Saturday, February 20, 2010

Battambang, Cambodia

Tourist Times

The culture shock of being in Siem Reap, the contrast of experiencing one of the true wonders of the world and the commercial trappings of all the material goods and services available here, after travelling for many weeks mostly on quiet rural roads where people live off the land, took us six days to overcome, but we did not only managed, but triumphed with great enjoyment.

With apologies to those who have been here and seen it all, its truly a challenging task to encapsulate what Angkor is about. It is much more than Angkor Wat one of the most famous landmarks that is applied to this area. Angkor in fact is the Capital City or the Holy City of the Khmer Empire that existed between the 9th and 12th centuries and it encompasses not only three or four centuries of massive buildings but an area that spreads over hundreds of kilometers, with ruins that are in various stages of preservation: some well done and others intentionally left unrestored with giant building block size stones scattered like mammoth lego pieces, with equally massive tree roots, like elephant trunks hugging them.

The Khmers also constructed massive water works, for many kilometers, and constructed temples dedicated to the gods, places of worship, as well as cities worthy of their military, economic and cultural dominance of a region that spread over an area that covers modern day Thailand, Laos and Cambodia.

Early in our travels, even though we were moving at a relatively slow pace, covering modest distances and had the benefit of two digital cameras and lots of memory cards, Alison and I agreed that we can't visit all sites and capture every photo opportunity, a promise we had to remind ourselves when we toured Angkor. We had a three day pass, which included an evening tour and we soon discovered that it’s nearly impossible to beat the crowds. The guide books all comment on the monuments and which is the best light to photograph them and then go on to suggest the contrarian strategy of doing them at reverse times, but its all to little or no avail. We would rise around five in the morning and were on the go by sixish, and this gave us a couple of hours of relative quiet but by eight or so, at least at the nearby ruins the buses would disgorge their passengers who eagerly followed their tour leaders' flag.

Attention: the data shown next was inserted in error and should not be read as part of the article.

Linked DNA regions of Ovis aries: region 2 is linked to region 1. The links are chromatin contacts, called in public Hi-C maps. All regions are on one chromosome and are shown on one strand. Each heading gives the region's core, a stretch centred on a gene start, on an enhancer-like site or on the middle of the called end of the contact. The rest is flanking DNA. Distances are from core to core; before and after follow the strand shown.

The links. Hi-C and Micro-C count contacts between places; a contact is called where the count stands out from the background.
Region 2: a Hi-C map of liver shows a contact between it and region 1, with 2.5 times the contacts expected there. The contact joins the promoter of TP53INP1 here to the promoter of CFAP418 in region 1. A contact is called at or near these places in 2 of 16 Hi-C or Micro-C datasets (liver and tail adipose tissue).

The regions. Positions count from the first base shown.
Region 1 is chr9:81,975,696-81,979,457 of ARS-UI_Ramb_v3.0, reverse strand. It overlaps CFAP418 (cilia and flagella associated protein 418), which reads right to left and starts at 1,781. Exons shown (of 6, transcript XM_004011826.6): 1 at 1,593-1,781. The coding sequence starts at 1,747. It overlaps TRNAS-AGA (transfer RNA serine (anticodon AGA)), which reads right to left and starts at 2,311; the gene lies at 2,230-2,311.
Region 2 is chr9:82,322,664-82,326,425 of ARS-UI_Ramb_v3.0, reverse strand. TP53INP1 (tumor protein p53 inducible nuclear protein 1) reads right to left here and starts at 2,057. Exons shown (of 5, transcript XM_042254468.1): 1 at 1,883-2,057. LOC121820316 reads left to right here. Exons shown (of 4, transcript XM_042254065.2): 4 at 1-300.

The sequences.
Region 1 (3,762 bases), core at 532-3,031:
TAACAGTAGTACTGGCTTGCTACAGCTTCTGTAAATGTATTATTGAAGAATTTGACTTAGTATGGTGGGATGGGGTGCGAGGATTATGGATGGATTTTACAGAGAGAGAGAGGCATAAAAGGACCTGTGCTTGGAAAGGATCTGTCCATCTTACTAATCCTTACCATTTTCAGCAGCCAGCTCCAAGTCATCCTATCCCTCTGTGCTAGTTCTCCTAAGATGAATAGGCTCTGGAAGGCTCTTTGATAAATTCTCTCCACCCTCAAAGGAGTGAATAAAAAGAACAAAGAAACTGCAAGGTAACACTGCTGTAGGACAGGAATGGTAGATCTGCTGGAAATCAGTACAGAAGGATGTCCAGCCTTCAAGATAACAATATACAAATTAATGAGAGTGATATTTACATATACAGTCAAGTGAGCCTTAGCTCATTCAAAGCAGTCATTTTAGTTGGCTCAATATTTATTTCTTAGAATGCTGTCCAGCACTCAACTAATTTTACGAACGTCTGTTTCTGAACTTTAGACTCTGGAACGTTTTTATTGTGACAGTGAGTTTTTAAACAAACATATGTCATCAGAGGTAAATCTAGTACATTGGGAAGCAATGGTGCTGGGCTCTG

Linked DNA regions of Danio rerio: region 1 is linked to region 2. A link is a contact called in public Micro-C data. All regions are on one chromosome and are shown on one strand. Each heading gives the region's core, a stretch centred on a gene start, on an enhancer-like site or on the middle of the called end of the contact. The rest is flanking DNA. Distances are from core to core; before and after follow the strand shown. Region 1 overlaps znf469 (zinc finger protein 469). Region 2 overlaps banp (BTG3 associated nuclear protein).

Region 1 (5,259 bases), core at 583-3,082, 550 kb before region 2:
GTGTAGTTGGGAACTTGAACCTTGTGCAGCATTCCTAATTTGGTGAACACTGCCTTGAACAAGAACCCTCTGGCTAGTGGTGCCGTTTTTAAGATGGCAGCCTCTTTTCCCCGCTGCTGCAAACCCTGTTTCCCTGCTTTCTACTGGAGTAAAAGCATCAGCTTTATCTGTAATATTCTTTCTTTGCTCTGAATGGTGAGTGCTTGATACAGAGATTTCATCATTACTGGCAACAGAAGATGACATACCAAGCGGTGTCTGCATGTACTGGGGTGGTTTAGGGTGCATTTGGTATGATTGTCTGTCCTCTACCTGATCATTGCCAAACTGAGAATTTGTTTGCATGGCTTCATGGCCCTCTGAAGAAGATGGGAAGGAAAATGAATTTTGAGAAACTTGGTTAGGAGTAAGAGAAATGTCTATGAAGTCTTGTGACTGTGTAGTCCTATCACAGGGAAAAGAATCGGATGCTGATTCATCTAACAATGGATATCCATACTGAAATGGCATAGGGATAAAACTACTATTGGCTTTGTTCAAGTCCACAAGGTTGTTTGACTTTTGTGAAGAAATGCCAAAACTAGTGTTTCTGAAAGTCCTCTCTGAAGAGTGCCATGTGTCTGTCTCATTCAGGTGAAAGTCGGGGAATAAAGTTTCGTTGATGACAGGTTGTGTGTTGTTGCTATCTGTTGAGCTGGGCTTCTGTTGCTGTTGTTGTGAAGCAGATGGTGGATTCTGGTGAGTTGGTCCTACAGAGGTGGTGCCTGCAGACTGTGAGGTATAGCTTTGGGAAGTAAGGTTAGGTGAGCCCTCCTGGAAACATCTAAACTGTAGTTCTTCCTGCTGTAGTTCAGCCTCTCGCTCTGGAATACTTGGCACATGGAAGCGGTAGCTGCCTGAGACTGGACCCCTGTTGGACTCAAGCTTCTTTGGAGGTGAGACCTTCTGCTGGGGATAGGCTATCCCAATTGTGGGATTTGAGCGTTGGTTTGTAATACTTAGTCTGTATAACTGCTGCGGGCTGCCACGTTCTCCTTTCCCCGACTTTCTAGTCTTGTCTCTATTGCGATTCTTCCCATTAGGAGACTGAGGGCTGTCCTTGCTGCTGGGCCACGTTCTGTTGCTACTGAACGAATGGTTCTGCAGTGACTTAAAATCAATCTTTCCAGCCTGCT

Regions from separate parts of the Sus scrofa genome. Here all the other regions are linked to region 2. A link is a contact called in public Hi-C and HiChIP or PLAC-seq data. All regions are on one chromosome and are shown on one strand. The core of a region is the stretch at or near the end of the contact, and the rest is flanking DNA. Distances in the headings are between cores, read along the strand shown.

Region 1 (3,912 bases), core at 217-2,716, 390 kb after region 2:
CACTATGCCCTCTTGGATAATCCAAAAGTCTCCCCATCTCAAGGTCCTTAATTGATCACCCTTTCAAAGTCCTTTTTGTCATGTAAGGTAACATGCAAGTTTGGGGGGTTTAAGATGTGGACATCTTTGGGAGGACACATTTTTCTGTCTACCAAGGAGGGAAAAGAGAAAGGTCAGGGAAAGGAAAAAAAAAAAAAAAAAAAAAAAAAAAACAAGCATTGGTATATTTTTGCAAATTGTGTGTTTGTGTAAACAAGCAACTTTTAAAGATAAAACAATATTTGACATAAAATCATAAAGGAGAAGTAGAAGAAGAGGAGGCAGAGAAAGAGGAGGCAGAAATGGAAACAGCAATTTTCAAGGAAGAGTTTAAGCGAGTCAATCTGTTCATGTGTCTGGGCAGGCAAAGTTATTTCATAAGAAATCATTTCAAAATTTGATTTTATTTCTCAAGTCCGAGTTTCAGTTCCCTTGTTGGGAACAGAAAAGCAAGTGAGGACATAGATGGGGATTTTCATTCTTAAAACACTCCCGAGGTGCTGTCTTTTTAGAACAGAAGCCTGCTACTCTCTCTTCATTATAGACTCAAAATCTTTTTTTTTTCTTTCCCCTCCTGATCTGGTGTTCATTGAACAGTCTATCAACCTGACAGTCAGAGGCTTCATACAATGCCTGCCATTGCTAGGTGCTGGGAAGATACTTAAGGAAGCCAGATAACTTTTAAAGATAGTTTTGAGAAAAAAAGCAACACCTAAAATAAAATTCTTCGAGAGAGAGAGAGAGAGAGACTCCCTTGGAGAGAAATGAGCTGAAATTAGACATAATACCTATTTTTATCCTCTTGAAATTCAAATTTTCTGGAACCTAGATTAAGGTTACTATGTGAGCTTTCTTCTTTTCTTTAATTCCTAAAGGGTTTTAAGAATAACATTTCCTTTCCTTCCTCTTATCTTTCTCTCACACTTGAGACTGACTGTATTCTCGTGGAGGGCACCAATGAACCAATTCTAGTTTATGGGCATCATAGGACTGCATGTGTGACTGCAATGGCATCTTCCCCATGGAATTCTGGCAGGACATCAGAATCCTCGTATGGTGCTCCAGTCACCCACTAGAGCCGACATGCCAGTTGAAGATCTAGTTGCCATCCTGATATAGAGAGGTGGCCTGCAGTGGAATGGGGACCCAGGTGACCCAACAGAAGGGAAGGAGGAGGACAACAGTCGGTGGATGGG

As our own counter, counter maneuver, we would start at some of the most distant sites which allowed us some of the best undisturbed viewing opportunities, but these would also be relatively short lived. Not that its a complaint, but having others around did take getting used to but it was still a most awe inspiring experience, and one that is not only worth doing but perhaps even repeating, not withstanding the fact that Angkor's popularity will not only increase but will grow rapidly as the roads, as we have discovered to Thailand and Vietnam and Laos have all been paved. One indication of this is that there is a near solid line of hotels built or under construction, west of the city of about four kilometers towards the airport which we only discovered as we were leaving town.

Beyond the hotels, there is a huge tourist infrastructure of eating, drinking, massages and of course shopping which we also got used to, especially the ability buy foods for an early in-room breakfast our favourite being whole wheat baguettes, and European style pastries which very conveniently were half price after eight p.m.

It took us six days of adjustment but we not only coped but thrived under these demanding conditions, building our touristic abilities. During the three days we ended not only bicycling about 175 kms between sites but enduring walking and climbing steep temples that were designed to humble the supplicants and sure provided an ideal training ground for rock climbing, often in the heat of the day, such that by early afternoon we would return nearly exhausted to do battle the following day.